The camera takes a first exposure of your physical self and a second of your energetic overlay.
My purse is constantly full of dirty, discarded water bottles I’ve picked up off the street to bring home for recycling. I've even pulled my car over to snag one I see on the side of the road! If I find out a restaurant I frequent doesn’t recycle, I pack my soda can back out with me and write a letter to the manager, taking them to task. I also harangued my old boss to start printing our scripts double-sided in order to cut the amount of paper we used in half. Now that you know all this, you might be thinking that I'm a gold-star earth-friendly hippie chick, right?
I'm actually hiding a secret shame: I absolutely, positively cannot bring myself to stop using paper towels. I have three dogs, all of whom love to randomly throw up their dinner up on the floor -- and I can barely clean it up without hurling myself. (It’s a well-known fact that barf begets barf, look it up if you don't believe me.) I cannot imagine having to rinse it out of a fabric cloth and re-use it -- I feel sick just thinking about it.
I am also an unrepentant incandescent light bulb addict. There is no way I'll ever have any of those horrible, swirly, ugly-light throwing compact fluorescent light bulbs in my house, no matter what the government has to say about it. Incandescent bulbs have become harder to find these days due to new restrictions, but I planned ahead and have been busy stockpiling them since early last year. (My holy grail light bulb is forever the GE 60-watt Soft Pink, in case you’re interested -- they make your bedroom glow like pure sex. I’ve got 96 of them sitting in my garage right now!)
Since I just can’t seem to quit these two VERY earth-unfriendly habits, I’m trying to make up for it in other areas -- like by picking up every recyclable bottle I see and also: by brushing my teeth with trash.
These Preserve brand toothbrushes are indeed made of trash -- specifically, yogurt cups made of polypropylene #5, which has a poor history of being recycled. Preserve also makes a shaving razor system with refillable blades, again, using other people's trash. They might be old news to some, as they've been around since 2001, but I only recently noticed them at my local Trader Joe's.
At just $3.00 per toothbrush, they are comparable to some fancier $5.99 jobbers I've had over the years. Which is nice, because while I like to do my part to help the planet, it usually means having to purchase something far costlier than its non-green counterpart -- something I'm not always willing to do. (Especially since I usually have a half-dozen toothbrushes going at any time -- one at home, in my car, at my desk, and on the wardrobe trailer.)
If you've wondered where I've been the past few weeks, I've been brushing my teeth in this god-forsaken wardrobe trailer.
And, when your trash toothbrush reaches the end of its life, you can mail it back to the company inside the original packaging in came in -- and the company recycles it yet again. Trust me, I'm well aware of the inherent ridiculousness involved with paying good money to mail your trash clear across the country -- so if you happen to live near a
Whole Foods, you can also recycle your used Preserve toothbrushes and razors there in person.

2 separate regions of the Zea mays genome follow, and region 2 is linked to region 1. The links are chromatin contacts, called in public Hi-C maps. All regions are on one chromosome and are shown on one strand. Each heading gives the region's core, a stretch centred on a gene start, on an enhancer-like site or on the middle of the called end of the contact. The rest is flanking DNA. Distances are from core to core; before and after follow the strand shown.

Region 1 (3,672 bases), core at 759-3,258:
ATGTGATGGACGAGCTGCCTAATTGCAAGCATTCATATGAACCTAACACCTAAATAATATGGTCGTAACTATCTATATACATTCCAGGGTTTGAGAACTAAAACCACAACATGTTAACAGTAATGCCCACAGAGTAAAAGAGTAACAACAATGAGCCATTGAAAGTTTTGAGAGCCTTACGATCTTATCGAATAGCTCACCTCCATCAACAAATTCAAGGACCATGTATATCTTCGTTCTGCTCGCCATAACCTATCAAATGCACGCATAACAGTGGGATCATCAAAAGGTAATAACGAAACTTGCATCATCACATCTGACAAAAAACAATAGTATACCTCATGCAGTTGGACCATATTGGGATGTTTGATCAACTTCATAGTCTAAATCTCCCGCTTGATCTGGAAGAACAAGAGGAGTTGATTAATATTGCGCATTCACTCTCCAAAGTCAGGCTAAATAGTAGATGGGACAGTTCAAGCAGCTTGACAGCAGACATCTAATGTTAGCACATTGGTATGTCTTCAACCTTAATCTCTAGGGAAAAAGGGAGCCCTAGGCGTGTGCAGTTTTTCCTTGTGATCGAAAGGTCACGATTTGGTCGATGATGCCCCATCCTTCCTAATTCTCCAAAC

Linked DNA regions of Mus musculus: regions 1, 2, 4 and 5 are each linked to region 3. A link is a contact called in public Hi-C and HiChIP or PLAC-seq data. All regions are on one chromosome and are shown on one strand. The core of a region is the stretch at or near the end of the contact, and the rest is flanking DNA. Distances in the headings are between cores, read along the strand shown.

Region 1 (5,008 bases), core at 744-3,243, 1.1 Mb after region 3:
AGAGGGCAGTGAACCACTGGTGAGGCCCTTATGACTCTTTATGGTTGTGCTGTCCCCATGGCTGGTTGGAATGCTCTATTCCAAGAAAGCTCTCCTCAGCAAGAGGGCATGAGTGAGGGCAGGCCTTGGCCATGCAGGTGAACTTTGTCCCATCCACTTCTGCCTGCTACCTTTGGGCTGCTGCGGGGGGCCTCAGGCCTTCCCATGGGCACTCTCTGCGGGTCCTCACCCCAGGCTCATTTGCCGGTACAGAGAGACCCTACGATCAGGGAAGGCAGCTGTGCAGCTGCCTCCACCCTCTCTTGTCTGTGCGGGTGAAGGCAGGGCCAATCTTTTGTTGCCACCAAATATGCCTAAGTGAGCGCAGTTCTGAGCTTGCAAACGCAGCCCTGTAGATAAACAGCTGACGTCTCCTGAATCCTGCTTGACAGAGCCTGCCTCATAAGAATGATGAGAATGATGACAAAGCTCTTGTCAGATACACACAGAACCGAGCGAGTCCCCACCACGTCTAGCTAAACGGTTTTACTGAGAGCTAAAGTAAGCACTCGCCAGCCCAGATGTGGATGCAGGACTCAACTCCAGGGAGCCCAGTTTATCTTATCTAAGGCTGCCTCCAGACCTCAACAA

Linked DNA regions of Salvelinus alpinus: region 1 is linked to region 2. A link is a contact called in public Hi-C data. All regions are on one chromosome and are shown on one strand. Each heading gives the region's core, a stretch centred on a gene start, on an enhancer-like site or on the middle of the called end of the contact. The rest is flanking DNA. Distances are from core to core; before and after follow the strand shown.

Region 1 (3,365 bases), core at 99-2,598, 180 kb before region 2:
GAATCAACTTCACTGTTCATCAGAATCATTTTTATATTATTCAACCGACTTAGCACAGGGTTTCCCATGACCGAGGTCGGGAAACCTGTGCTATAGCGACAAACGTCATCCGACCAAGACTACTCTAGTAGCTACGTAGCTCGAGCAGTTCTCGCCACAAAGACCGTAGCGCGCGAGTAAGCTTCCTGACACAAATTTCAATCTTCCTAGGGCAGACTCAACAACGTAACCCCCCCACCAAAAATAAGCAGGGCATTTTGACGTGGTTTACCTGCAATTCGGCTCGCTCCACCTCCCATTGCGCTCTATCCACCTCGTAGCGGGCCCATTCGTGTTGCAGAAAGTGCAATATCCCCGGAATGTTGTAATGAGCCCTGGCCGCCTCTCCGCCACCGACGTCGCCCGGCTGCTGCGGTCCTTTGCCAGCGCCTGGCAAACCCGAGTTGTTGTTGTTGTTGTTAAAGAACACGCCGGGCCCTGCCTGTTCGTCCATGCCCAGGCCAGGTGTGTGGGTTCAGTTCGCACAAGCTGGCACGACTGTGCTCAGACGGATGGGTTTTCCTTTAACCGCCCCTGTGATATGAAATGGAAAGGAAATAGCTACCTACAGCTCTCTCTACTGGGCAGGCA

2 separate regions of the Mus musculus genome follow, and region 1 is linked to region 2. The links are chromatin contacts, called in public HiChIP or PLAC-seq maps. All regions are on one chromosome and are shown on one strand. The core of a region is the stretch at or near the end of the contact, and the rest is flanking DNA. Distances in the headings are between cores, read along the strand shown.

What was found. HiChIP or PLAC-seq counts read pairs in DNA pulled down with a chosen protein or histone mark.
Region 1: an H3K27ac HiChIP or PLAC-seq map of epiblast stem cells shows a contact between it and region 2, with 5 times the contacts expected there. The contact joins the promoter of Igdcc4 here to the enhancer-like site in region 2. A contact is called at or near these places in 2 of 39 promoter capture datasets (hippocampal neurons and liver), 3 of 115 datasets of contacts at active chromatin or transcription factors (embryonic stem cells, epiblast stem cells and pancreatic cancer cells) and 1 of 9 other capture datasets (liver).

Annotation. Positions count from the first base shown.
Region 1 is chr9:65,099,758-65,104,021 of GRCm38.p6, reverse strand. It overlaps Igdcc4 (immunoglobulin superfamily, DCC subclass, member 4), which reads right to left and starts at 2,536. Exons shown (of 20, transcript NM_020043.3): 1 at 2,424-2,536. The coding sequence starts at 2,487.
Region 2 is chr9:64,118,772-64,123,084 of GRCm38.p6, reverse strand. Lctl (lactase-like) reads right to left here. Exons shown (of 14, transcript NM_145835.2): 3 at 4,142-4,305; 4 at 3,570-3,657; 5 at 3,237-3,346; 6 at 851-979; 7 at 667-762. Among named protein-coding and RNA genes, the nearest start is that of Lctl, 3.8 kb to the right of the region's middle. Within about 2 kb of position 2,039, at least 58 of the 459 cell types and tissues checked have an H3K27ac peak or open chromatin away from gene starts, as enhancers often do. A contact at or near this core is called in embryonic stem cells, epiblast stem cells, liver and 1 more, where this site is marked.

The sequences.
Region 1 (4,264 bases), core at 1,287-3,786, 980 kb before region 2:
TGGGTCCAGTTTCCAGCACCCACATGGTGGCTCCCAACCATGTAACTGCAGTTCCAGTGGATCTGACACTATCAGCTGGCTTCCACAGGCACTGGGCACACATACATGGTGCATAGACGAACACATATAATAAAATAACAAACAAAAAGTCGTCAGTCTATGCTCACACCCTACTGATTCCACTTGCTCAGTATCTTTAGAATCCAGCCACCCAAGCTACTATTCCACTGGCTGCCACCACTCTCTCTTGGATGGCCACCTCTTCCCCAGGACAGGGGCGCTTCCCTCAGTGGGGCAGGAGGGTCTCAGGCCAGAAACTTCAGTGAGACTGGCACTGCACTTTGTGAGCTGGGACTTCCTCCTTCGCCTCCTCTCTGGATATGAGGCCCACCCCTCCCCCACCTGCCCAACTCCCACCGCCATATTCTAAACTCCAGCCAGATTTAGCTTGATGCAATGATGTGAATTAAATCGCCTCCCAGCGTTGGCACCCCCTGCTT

But toothbrushes aren't the only cool things out there that used to be someone's stinky old trash. The folks behind Further Products are taking the idea of making something useful out of garbage a step farther than most, because their delicious soaps, lotions, and candles actually started out life as used vegetable oil from restaurants -- which was then converted into biofuel in order to run their two family cars and one company truck. But the often-trashed by-product of making biofuel is glycerin, which the Further Products peeps don't toss -- instead, they refine it and turn it into these lovely, fragrant ways to clean and moisturize yourself!
In addition to being made from the actual trash of, well, trash, everything in the line smells incredible -- using fragrant oils of bergamot and olive. (Noted soap enthusiast Tyler Durden would be so proud -- waste not, want not, indeed.)
It's one thing to brush your teeth and wash your hands with products that used to be trash, but you'd probably draw the line at wearing underwear made of trash. I thought so too, but then someone turned me on to these stretchy, breathable, moisture-wicking, quick drying hot pant shorts made by Teeki and I've taken to wearing them as underwear with my shortest dresses all summer long. Each pair is created from seven recycled water bottles, and they are a sexy alternative to my usual full-coverage granny panties. Plus they have the added cache of being made from actual, factual trash!
They are also great for swimming, surfing and yoga. But be warned -- the size chart is a bit misleading, as they are giving you the measurements of their garments when lying flat, un-stretched. When worn, they stretch a good four to six inches! (In other words, they're not as small as they might seem.)
If you're feeling fancy, you could spring for some seriously upscale trash: these groovy Brazilian-designed handbags, belts and jewelry by Escama Studio, made from recycled soda and beer can pull tabs that have been carefully polished and crocheted into useful, functional items.
But if all you want is an easy way to use those pull tabs from your last party, just take a walk into your closet and get busy, because the lowly pull tab makes a great space saver when it comes to hanging clothes. Simply thread an old pull tab around the hook of a hanger and cascade another hanger from the second hole on the tab. Voilà! Closet rail space, doubled. All thanks to the power of trash.
I’m on Twitter: @IveyAlison